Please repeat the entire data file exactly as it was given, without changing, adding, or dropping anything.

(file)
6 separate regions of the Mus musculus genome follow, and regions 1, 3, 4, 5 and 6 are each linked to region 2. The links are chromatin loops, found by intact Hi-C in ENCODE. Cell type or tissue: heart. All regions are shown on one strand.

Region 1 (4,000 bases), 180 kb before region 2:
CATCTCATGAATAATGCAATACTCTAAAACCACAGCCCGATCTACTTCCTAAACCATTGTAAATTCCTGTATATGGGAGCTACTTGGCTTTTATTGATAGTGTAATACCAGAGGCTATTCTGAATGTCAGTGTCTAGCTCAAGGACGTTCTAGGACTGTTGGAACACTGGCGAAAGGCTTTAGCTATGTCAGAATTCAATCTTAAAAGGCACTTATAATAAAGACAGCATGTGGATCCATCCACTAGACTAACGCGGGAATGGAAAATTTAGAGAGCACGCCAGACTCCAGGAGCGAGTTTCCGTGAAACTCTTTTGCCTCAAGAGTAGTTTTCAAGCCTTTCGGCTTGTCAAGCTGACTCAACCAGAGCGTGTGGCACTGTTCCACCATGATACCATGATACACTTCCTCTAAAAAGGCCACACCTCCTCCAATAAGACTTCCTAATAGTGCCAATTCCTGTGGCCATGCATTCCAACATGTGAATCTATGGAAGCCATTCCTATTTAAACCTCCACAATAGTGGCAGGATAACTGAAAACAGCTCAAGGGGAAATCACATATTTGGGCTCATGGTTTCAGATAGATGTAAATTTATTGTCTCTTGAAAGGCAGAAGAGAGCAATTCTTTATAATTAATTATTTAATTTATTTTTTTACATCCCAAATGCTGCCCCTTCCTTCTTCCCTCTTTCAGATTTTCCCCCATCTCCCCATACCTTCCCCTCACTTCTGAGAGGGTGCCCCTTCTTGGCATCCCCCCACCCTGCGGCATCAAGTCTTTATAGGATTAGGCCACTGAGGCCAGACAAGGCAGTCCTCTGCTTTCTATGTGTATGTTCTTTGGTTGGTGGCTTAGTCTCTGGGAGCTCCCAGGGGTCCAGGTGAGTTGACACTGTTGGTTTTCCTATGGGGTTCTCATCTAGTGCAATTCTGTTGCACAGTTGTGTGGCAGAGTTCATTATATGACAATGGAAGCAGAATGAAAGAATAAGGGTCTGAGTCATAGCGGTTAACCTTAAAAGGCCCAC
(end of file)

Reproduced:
6 separate regions of the Mus musculus genome follow, and regions 1, 3, 4, 5 and 6 are each linked to region 2. The links are chromatin loops, found by intact Hi-C in ENCODE. Cell type or tissue: heart. All regions are shown on one strand.

Region 1 (4,000 bases), 180 kb before region 2:
CATCTCATGAATAATGCAATACTCTAAAACCACAGCCCGATCTACTTCCTAAACCATTGTAAATTCCTGTATATGGGAGCTACTTGGCTTTTATTGATAGTGTAATACCAGAGGCTATTCTGAATGTCAGTGTCTAGCTCAAGGACGTTCTAGGACTGTTGGAACACTGGCGAAAGGCTTTAGCTATGTCAGAATTCAATCTTAAAAGGCACTTATAATAAAGACAGCATGTGGATCCATCCACTAGACTAACGCGGGAATGGAAAATTTAGAGAGCACGCCAGACTCCAGGAGCGAGTTTCCGTGAAACTCTTTTGCCTCAAGAGTAGTTTTCAAGCCTTTCGGCTTGTCAAGCTGACTCAACCAGAGCGTGTGGCACTGTTCCACCATGATACCATGATACACTTCCTCTAAAAAGGCCACACCTCCTCCAATAAGACTTCCTAATAGTGCCAATTCCTGTGGCCATGCATTCCAACATGTGAATCTATGGAAGCCATTCCTATTTAAACCTCCACAATAGTGGCAGGATAACTGAAAACAGCTCAAGGGGAAATCACATATTTGGGCTCATGGTTTCAGATAGATGTAAATTTATTGTCTCTTGAAAGGCAGAAGAGAGCAATTCTTTATAATTAATTATTTAATTTATTTTTTTACATCCCAAATGCTGCCCCTTCCTTCTTCCCTCTTTCAGATTTTCCCCCATCTCCCCATACCTTCCCCTCACTTCTGAGAGGGTGCCCCTTCTTGGCATCCCCCCACCCTGCGGCATCAAGTCTTTATAGGATTAGGCCACTGAGGCCAGACAAGGCAGTCCTCTGCTTTCTATGTGTATGTTCTTTGGTTGGTGGCTTAGTCTCTGGGAGCTCCCAGGGGTCCAGGTGAGTTGACACTGTTGGTTTTCCTATGGGGTTCTCATCTAGTGCAATTCTGTTGCACAGTTGTGTGGCAGAGTTCATTATATGACAATGGAAGCAGAATGAAAGAATAAGGGTCTGAGTCATAGCGGTTAACCTTAAAAGGCCCAC